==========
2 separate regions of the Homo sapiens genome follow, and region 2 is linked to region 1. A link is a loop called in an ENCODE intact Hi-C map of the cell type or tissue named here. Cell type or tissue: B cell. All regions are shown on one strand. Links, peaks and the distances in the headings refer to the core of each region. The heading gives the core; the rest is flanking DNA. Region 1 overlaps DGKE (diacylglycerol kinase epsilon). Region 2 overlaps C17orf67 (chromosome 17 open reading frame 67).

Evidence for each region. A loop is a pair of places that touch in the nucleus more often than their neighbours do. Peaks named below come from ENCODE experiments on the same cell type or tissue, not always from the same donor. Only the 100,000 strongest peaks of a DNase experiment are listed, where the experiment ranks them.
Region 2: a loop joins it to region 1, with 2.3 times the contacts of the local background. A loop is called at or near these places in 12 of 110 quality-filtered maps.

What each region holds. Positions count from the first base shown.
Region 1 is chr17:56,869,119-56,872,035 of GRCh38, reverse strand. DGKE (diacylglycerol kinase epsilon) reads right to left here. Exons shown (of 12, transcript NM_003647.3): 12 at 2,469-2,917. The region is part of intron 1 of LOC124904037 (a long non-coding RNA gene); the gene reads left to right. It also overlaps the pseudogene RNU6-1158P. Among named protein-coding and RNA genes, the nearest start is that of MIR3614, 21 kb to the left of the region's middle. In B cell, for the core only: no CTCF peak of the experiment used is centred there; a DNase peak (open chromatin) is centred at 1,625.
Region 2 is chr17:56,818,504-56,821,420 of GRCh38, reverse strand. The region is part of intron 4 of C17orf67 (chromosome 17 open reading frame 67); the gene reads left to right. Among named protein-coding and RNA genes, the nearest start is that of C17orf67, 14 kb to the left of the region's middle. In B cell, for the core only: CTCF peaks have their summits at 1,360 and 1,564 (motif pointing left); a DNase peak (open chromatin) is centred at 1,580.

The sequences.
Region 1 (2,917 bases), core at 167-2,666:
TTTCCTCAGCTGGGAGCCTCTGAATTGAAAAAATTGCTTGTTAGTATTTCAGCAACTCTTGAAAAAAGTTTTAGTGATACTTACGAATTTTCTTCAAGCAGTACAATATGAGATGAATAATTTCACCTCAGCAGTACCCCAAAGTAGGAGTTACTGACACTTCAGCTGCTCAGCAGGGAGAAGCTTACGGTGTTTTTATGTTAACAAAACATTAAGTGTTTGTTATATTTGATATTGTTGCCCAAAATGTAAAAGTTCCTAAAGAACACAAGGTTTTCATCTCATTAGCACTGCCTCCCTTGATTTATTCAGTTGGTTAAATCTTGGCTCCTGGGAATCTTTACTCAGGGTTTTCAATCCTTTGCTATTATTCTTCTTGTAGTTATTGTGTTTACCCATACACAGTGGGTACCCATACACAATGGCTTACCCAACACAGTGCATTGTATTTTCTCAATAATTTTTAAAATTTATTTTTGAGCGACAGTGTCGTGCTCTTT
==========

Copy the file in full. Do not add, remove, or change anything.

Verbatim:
2 separate regions of the Homo sapiens genome follow, and region 2 is linked to region 1. A link is a loop called in an ENCODE intact Hi-C map of the cell type or tissue named here. Cell type or tissue: B cell. All regions are shown on one strand. Links, peaks and the distances in the headings refer to the core of each region. The heading gives the core; the rest is flanking DNA. Region 1 overlaps DGKE (diacylglycerol kinase epsilon). Region 2 overlaps C17orf67 (chromosome 17 open reading frame 67).

Evidence for each region. A loop is a pair of places that touch in the nucleus more often than their neighbours do. Peaks named below come from ENCODE experiments on the same cell type or tissue, not always from the same donor. Only the 100,000 strongest peaks of a DNase experiment are listed, where the experiment ranks them.
Region 2: a loop joins it to region 1, with 2.3 times the contacts of the local background. A loop is called at or near these places in 12 of 110 quality-filtered maps.

What each region holds. Positions count from the first base shown.
Region 1 is chr17:56,869,119-56,872,035 of GRCh38, reverse strand. DGKE (diacylglycerol kinase epsilon) reads right to left here. Exons shown (of 12, transcript NM_003647.3): 12 at 2,469-2,917. The region is part of intron 1 of LOC124904037 (a long non-coding RNA gene); the gene reads left to right. It also overlaps the pseudogene RNU6-1158P. Among named protein-coding and RNA genes, the nearest start is that of MIR3614, 21 kb to the left of the region's middle. In B cell, for the core only: no CTCF peak of the experiment used is centred there; a DNase peak (open chromatin) is centred at 1,625.
Region 2 is chr17:56,818,504-56,821,420 of GRCh38, reverse strand. The region is part of intron 4 of C17orf67 (chromosome 17 open reading frame 67); the gene reads left to right. Among named protein-coding and RNA genes, the nearest start is that of C17orf67, 14 kb to the left of the region's middle. In B cell, for the core only: CTCF peaks have their summits at 1,360 and 1,564 (motif pointing left); a DNase peak (open chromatin) is centred at 1,580.

The sequences.
Region 1 (2,917 bases), core at 167-2,666:
TTTCCTCAGCTGGGAGCCTCTGAATTGAAAAAATTGCTTGTTAGTATTTCAGCAACTCTTGAAAAAAGTTTTAGTGATACTTACGAATTTTCTTCAAGCAGTACAATATGAGATGAATAATTTCACCTCAGCAGTACCCCAAAGTAGGAGTTACTGACACTTCAGCTGCTCAGCAGGGAGAAGCTTACGGTGTTTTTATGTTAACAAAACATTAAGTGTTTGTTATATTTGATATTGTTGCCCAAAATGTAAAAGTTCCTAAAGAACACAAGGTTTTCATCTCATTAGCACTGCCTCCCTTGATTTATTCAGTTGGTTAAATCTTGGCTCCTGGGAATCTTTACTCAGGGTTTTCAATCCTTTGCTATTATTCTTCTTGTAGTTATTGTGTTTACCCATACACAGTGGGTACCCATACACAATGGCTTACCCAACACAGTGCATTGTATTTTCTCAATAATTTTTAAAATTTATTTTTGAGCGACAGTGTCGTGCTCTTT